SP-Arte opens with optimistic expectations and a new sector championing unrepresented artists


There was palpable optimism on the first day of the 18th edition of SP-Arte, one of Latin America’s largest art fairs, which returns to its traditional venue and calendar location for the first time since 2019. Laughter and loving hugs were observed throughout the halls and stands. The fair, which lasts until April 10th, offers 100 art galleries and 30 design galleries this year, as well as a new sector presenting artists who do not (yet) have galleries, in the Biennale Pavilion in the heart of São Paulo.

“The pandemic has shown the art market that the internet is a very important tool, but of course the live experience is better,” says Fernanda Feitosa, founder of SP-Arte. After the 2020 edition was postponed, the 2021 show hosted two events: a fully virtual iteration and a stripped-down hybrid event. She adds: “Art has to be lived personally.”

gallery owners and collectors The Art Newspaper Interlocutor at the fair agreed with Feitosa, noting how good it is to be back at an event face to face. The cheerful mood aligns with findings from art economist Clare McAndrew’s latest Art Basel and UBS Global Art Market Report, which found that 75% of wealthy collectors in Brazil plan to buy art in 2022 (the highest rate of any country where collectors were interviewed). ) and almost a third of retailers expect to make significantly more sales this year than in 2021.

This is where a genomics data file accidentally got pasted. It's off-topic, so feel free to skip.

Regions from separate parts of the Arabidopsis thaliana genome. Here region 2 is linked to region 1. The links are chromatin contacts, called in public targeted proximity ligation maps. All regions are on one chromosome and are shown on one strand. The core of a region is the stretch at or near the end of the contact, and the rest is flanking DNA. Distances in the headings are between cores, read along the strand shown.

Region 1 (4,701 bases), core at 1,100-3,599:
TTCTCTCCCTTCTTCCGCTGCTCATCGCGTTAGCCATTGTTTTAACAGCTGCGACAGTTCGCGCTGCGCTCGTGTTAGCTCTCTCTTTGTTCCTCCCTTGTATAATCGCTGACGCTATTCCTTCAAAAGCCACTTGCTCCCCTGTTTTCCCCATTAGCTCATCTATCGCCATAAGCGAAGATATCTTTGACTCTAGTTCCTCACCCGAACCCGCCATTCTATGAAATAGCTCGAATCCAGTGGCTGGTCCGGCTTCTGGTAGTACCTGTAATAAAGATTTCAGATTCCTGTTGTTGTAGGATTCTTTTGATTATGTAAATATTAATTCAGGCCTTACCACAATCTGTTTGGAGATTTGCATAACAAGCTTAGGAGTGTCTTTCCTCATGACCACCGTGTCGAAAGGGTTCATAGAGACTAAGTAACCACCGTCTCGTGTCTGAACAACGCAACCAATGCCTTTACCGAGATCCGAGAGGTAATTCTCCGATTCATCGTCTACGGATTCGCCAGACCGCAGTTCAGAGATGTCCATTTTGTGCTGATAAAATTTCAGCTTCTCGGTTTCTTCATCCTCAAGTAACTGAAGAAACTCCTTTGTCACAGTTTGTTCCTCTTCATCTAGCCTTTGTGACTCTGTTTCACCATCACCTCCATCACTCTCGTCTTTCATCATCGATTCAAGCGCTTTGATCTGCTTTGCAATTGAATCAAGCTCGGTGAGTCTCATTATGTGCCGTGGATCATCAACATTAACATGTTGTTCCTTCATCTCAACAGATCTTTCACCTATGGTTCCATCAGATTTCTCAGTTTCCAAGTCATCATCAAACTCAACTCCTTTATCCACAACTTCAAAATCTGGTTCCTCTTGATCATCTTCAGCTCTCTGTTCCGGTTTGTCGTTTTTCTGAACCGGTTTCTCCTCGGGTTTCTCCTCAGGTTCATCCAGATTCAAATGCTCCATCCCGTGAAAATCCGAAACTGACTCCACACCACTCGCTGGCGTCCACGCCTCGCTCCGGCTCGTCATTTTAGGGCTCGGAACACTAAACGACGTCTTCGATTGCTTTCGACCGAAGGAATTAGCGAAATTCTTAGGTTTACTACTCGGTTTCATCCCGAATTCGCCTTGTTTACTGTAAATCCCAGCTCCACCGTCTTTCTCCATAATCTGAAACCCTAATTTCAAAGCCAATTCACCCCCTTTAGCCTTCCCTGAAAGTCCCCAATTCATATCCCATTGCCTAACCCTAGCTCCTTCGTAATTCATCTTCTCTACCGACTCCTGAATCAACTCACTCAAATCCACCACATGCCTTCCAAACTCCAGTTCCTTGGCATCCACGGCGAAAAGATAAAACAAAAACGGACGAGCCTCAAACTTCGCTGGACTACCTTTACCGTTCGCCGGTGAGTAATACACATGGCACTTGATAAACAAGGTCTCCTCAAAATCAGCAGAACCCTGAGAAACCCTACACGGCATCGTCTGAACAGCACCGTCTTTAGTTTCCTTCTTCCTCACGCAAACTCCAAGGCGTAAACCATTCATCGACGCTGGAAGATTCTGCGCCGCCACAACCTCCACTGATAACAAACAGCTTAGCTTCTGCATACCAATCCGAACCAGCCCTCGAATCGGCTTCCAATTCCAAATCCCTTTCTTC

Brazilian market back on course

“The experience of being in contact with a work of art cannot be replaced by an image on a screen,” says architect and collector Paulo Barbosa. “I’ve been to every edition of SP-Arte so far and today I have the feeling that we’ve come alive again.”

Adriana Varejao, Blue saunato be seen at SP-Arte 2022 Courtesy of SP-Arte, photo by Diego Mercado

Martin Castillo, director of Galeria Sur from Punta del Este, Uruguay, agrees. “People are excited. There will be more movement than in other years. We’re starting to restore the path we were on before the pandemic,” he says.

For Castillo, the Brazilian market is strong and as the US dollar has fallen against the Brazilian real in recent weeks there has been an increase in purchasing power for Brazilian collectors which is good news for the show as almost 80% of the buyers are from Brazil . he says.

New to the fair is Marcelle Farias, partner at Galerie Marco Zero in the northeastern city of Recife, Pernambuco. “For us, SP-Arte is the most important stage for presenting our collection. The largest platform in Latin America. We wanted our first participation in a trade fair to be at SP Arte,” she says. “Many people are interested in our artists from Pernambuco. I didn’t stop for a minute.” On the second day of the fair, the gallery had sold five works by Francisco Brennand (two paintings and three sculptures) and two paintings by the late Brazilian artist Gilvan Samico.

Others who have been attending the fair for some time are excited at the prospect of having something resembling normality again.